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Catholic Near East Welfare Association
Forget geopolitics that make it all too easy to declare ourselves powerless. Think instead of the Syrian children and teens, of the millions of internally displaced persons and millions of refugee children whose journeys have been much too perilous. We all have a role to play in ensuring a better future for vulnerable children in Syria and in the neighbouring countries that have so generously opened their doors to nearly five million Syrians.
On January 30, I joined 300 Muslims and Christians who gathered at the Gatineau mosque. At the invitation of Archbishop Paul-André Durocher Catholics and Muslims started talking to each other -- embracing, shaking hands and some even hugging -- to find human beings that needed one another in this time of crisis.
Originally from Dara'a in Syria, the family have been in Za'atari since its beginning and are coming up to the five-year mark of living in the camp. Lina, the youngest, was born in the camp, and Adnan was only one month old when he arrived and says that he doesn't remember Syria.
I came to the camp not knowing what to expect and so worried about what I would see and feel. Instead, I left with feelings of hope, pride and sadness, and many lessons and gifts of the heart that I will forever cherish.
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Za'atari is a refugee camp -- 80,000 people live here now -- but it is in the process of becoming a city. New people are not arriving, another camp is taking those people now. And it is hard to know how many more people Jordan can take -- this country of a little more than six million people is also home to nearly three million refugees.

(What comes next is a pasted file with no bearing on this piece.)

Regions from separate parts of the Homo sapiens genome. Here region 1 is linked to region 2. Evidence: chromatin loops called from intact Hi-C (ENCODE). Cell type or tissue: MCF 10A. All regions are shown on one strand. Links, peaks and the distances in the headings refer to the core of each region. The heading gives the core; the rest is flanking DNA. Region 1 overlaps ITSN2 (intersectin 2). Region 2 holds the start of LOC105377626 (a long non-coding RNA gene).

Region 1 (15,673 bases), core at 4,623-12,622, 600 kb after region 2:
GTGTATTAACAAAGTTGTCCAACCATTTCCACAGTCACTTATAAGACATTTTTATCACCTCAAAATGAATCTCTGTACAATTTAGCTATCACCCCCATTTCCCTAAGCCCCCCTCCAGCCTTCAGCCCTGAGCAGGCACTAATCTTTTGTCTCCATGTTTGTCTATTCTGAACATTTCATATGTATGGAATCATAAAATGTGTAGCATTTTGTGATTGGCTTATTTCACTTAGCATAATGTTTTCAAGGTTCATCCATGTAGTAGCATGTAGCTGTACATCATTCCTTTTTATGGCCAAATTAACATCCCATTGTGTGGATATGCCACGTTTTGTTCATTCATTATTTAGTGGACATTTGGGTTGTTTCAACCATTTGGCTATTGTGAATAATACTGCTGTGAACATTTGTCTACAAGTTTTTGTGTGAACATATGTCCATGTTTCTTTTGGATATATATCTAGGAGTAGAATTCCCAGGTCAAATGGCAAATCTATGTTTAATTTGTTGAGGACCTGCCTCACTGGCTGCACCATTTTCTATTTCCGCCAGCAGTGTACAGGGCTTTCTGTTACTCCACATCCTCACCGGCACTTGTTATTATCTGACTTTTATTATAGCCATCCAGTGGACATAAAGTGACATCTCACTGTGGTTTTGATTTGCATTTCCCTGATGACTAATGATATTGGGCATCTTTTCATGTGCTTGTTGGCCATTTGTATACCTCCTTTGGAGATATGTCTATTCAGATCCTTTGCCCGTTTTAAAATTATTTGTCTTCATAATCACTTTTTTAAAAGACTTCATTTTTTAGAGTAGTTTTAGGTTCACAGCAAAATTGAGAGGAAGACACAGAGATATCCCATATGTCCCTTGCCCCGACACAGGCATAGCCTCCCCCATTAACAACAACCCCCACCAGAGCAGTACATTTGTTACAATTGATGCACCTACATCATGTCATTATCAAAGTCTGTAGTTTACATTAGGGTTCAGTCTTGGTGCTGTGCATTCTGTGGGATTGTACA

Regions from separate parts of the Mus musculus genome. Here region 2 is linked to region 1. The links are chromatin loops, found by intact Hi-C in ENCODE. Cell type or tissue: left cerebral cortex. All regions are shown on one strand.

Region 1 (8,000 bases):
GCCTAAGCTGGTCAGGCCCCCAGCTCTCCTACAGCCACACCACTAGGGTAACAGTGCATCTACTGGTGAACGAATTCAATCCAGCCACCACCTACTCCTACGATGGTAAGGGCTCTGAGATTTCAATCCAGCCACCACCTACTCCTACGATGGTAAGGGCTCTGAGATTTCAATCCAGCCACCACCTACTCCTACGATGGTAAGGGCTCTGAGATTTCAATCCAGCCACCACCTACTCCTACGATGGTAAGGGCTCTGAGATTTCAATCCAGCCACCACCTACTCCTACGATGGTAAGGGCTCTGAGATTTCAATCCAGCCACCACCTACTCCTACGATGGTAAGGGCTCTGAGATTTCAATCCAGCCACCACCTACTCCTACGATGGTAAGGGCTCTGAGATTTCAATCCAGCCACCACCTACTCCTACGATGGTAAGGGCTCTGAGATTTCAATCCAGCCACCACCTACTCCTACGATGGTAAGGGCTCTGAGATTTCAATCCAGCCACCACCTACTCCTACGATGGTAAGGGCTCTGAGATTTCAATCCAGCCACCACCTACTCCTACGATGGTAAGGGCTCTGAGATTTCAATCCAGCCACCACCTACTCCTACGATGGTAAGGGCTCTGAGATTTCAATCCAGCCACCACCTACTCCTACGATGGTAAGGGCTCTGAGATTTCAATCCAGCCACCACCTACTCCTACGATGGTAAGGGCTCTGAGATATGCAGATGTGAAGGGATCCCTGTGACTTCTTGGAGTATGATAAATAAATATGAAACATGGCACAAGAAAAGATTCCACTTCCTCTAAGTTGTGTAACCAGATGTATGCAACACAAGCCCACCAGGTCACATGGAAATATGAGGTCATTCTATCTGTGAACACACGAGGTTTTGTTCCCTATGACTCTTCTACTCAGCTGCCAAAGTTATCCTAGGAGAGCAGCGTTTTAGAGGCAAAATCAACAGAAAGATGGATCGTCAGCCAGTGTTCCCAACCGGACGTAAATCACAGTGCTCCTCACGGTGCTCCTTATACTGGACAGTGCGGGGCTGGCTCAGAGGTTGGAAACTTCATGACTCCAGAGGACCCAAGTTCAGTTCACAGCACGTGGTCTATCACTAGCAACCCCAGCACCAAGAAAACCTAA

Four Mounties took part in an experimental community integration project in Jordan designed to help Syrian refugees and the police force itself.
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In South Sudan, domestic violence is widespread and largely tolerated. In the all-too-common words of two young women from Warrap State: "We are often beaten. When we make a mistake, we are beaten -- and there are so many mistakes." It was unfortunately not surprising that gender-based violence was a major threat for women living in IDP and refugee camps.
"Where is Canada?" In Turkey and Jordan recently, this was the question we heard over and over, from Syrian refugees themselves, crisis intervention workers, medical professionals, human rights activists and others dedicated to helping Syrians.To friends and family, I referred to my time in the region as a tour of shame, as a Canadian. There was a clear perception among the people we spoke with that Canada preferred Christian asylum seekers, and this explained the delays and inaction. As the now-infamous photo of Alan Kurdi reminds us, there is an immediate need for Canada to show leadership in developing a concrete solution.
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